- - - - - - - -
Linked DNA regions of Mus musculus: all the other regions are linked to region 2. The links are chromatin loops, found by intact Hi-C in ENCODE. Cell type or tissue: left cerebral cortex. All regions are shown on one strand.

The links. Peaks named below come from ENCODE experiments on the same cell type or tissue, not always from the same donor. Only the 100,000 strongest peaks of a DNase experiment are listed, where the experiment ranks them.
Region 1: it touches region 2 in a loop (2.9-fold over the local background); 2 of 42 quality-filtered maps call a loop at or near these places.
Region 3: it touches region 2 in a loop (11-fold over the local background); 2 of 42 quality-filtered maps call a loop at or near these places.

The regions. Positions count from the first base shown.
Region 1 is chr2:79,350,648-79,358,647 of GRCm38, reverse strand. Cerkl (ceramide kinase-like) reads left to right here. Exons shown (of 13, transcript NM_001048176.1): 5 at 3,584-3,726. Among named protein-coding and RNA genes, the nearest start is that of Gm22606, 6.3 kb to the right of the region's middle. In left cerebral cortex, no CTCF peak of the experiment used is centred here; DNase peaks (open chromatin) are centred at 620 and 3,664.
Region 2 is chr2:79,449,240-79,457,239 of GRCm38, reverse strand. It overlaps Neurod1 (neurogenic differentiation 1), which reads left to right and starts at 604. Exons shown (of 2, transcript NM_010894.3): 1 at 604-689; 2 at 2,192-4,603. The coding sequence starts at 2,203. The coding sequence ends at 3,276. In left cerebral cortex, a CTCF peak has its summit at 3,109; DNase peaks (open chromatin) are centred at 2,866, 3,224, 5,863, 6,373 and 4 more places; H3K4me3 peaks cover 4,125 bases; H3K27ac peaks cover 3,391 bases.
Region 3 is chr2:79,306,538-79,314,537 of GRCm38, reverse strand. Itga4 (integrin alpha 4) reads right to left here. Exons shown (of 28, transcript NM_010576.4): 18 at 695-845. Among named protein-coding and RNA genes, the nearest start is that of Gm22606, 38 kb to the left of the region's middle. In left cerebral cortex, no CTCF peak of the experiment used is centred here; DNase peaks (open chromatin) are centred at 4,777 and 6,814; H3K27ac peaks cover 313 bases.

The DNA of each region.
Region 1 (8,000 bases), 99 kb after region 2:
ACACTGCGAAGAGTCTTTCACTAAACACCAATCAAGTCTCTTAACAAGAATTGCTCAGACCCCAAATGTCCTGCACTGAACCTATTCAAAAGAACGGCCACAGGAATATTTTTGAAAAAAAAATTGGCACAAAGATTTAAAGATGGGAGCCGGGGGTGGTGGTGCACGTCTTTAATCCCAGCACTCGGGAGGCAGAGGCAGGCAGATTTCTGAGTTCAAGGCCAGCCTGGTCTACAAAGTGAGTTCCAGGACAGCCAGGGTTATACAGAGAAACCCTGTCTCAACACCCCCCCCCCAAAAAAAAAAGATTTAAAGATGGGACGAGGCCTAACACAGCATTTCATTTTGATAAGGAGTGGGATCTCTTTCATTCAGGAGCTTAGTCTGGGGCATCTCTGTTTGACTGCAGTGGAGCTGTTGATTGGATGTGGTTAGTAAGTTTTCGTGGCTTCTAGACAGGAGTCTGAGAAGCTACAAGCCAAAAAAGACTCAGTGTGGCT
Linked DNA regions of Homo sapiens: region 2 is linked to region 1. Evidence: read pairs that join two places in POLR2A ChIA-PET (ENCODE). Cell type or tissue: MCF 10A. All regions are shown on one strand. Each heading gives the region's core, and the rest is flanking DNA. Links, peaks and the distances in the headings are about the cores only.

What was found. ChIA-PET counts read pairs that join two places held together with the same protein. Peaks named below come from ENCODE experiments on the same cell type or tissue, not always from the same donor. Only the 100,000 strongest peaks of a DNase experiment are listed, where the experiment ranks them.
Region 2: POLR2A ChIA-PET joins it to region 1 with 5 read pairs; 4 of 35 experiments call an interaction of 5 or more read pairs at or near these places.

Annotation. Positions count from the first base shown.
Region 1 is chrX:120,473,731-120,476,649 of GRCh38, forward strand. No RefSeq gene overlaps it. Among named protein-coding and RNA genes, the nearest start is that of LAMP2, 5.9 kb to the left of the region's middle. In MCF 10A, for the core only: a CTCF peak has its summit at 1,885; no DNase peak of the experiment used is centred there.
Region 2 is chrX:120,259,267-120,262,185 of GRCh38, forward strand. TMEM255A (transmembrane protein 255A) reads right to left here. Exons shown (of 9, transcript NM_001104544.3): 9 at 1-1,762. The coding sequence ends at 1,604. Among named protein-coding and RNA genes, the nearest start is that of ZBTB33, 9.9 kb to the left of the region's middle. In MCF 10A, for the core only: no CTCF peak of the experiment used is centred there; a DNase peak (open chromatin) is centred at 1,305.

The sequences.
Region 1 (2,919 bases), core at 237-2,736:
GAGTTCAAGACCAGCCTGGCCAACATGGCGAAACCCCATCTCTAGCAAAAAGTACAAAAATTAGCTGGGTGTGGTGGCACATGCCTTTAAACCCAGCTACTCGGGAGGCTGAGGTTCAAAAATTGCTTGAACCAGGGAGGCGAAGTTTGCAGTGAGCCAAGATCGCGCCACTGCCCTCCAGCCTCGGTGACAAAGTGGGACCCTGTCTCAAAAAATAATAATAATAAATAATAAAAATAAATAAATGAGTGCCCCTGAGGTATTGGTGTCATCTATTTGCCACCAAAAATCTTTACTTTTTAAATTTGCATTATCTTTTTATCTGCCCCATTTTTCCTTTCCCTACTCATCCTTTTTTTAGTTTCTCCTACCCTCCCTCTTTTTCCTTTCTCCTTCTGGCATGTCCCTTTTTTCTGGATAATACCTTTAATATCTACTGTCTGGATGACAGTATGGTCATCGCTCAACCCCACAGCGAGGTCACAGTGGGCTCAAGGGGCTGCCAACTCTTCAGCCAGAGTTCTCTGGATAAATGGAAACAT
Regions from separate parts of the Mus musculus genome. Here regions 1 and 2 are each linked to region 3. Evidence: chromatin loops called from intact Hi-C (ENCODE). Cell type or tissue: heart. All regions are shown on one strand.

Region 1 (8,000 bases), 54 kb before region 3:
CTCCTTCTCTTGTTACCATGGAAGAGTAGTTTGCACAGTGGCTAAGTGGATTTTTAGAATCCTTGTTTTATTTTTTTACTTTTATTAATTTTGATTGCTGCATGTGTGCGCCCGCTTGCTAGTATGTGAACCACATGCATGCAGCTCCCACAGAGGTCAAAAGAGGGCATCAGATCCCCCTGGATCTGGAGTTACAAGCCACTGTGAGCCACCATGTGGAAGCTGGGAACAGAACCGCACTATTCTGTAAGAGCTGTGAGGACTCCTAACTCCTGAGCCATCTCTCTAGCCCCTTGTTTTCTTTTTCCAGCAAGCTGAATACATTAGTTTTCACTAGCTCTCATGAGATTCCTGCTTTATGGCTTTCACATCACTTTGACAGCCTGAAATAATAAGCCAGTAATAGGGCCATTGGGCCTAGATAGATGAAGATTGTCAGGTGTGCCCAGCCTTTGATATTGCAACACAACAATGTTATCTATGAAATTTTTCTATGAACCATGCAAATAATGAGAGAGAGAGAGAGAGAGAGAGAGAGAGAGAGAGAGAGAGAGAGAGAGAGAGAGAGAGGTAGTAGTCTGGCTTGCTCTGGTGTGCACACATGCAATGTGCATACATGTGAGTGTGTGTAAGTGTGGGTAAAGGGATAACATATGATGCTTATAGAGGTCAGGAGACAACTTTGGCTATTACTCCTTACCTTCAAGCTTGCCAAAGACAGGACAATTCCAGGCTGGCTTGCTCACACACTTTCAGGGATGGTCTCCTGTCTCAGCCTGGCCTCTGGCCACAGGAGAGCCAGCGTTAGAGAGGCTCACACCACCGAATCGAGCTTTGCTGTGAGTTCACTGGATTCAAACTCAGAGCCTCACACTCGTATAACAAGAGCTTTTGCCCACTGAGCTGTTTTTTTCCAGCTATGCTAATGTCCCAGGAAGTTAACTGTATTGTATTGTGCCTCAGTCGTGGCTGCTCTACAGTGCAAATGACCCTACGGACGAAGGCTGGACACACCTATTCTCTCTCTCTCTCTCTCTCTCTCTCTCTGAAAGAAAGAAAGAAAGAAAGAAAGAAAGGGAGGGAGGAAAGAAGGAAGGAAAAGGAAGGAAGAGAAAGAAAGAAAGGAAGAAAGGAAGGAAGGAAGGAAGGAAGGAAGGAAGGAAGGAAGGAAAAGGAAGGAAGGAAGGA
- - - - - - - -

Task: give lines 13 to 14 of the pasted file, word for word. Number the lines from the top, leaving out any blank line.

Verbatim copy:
What was found. ChIA-PET counts read pairs that join two places held together with the same protein. Peaks named below come from ENCODE experiments on the same cell type or tissue, not always from the same donor. Only the 100,000 strongest peaks of a DNase experiment are listed, where the experiment ranks them.
Region 2: POLR2A ChIA-PET joins it to region 1 with 5 read pairs; 4 of 35 experiments call an interaction of 5 or more read pairs at or near these places.